Doing things that don’t have a benefit are often difficult to justify for work – the workplace equivalent of taking a moment to sit down and read a few chapters of Gulliver’s Travels.
This week I went to Swarm, a conference of community managers. I’m not a community manager, and my current challenges don’t necessarily relate to those who are responsible for an online community. However, as an outsider at a conference about community (something that is, by definition, inclusive), it was a fascinating experience. If you ever get the chance, go to a conference on a topic you know very little about – it’s a real eye opener!
Caty Kobe took a session on measurement and return on investment, which centred around the use of dashboards for reporting. Well at least that’s what it said on the flyer. It actually ended up being a masterclass in business communication. There are some really simple things you can do to make your message clearly understood in your company, and we were taken through a number of really effective techniques.
One theme that seemed to keep resurfacing was look at the way your boss presents the information you give them. At its very core, this is about tailoring a message to your audience – a problem faced in almost any facet of business. Another theme that was strongly echoed by a number of speakers was around change management.[Note to Caty (and anyone else reading) – if you ever hear I’ve become “that” executive who could only find 15 minutes in their day to discuss a document that represents someone’s value and purpose in the company, please remind me to hand in my resignation. At that point I’ve clearly failed to uphold my responsibilities as a leader. And probably also as a human being.]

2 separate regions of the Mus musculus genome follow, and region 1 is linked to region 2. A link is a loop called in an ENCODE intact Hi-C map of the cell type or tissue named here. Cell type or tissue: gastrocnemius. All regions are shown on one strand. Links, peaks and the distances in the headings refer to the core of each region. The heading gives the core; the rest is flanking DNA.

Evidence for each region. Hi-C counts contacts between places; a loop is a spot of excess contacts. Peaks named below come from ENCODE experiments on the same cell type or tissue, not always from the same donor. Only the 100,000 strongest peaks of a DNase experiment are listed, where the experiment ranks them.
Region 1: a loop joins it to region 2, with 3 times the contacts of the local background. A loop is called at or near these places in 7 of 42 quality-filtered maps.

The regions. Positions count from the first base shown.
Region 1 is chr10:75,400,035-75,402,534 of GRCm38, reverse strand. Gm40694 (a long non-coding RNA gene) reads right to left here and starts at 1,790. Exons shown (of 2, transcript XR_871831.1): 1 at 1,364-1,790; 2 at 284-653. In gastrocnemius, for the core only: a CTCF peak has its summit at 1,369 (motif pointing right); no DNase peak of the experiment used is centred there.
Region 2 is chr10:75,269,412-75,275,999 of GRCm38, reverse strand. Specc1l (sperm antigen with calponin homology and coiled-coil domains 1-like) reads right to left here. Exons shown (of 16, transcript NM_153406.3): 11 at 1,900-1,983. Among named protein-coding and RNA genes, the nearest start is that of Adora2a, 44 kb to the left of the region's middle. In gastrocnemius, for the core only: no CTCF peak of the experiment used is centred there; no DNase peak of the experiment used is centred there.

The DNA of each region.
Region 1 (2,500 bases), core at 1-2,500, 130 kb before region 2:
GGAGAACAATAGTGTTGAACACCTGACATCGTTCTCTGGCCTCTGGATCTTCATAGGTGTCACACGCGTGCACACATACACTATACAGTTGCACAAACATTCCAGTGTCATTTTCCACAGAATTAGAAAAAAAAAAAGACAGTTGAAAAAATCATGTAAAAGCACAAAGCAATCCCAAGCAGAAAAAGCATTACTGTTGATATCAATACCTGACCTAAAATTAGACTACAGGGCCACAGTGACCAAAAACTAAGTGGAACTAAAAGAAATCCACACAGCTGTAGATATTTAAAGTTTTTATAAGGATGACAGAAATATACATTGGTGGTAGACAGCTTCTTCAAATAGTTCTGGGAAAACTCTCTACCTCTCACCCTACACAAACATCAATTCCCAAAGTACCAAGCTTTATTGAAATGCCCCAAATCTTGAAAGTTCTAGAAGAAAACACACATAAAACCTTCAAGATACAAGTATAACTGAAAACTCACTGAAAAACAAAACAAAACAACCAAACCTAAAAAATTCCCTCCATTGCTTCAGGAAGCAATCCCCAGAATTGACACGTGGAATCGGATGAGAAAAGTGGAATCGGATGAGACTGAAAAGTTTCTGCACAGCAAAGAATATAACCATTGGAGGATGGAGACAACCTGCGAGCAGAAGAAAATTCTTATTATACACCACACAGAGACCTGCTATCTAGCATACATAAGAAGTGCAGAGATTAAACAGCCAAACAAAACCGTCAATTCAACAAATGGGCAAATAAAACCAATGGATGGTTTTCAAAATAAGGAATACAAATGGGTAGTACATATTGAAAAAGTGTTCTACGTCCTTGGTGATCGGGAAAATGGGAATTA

Some of the most valuable lessons were from quotes that perhaps meant one thing to community managers, but I took in an entirely different way. Luke Buckle made a great point about how small group functionality is helping Houzz, using the words “tiered” and “collaboration”. As someone creating an innovation product, the combination of those two words sparks, at least in my mind, a whole range of crazy and unconventional methods to generate new ideas.
Thank you Luke, even though I’m sure you didn’t ever intend your words to be taken to places so far away from where you intended they provide meaning.
Well done Venessa Paech and Alison Michalk for organising Swarm, and I’m sure it will go from strength to strength. Especially if you push the boundaries of your audience and find a superfan who isn’t a community manager themselves.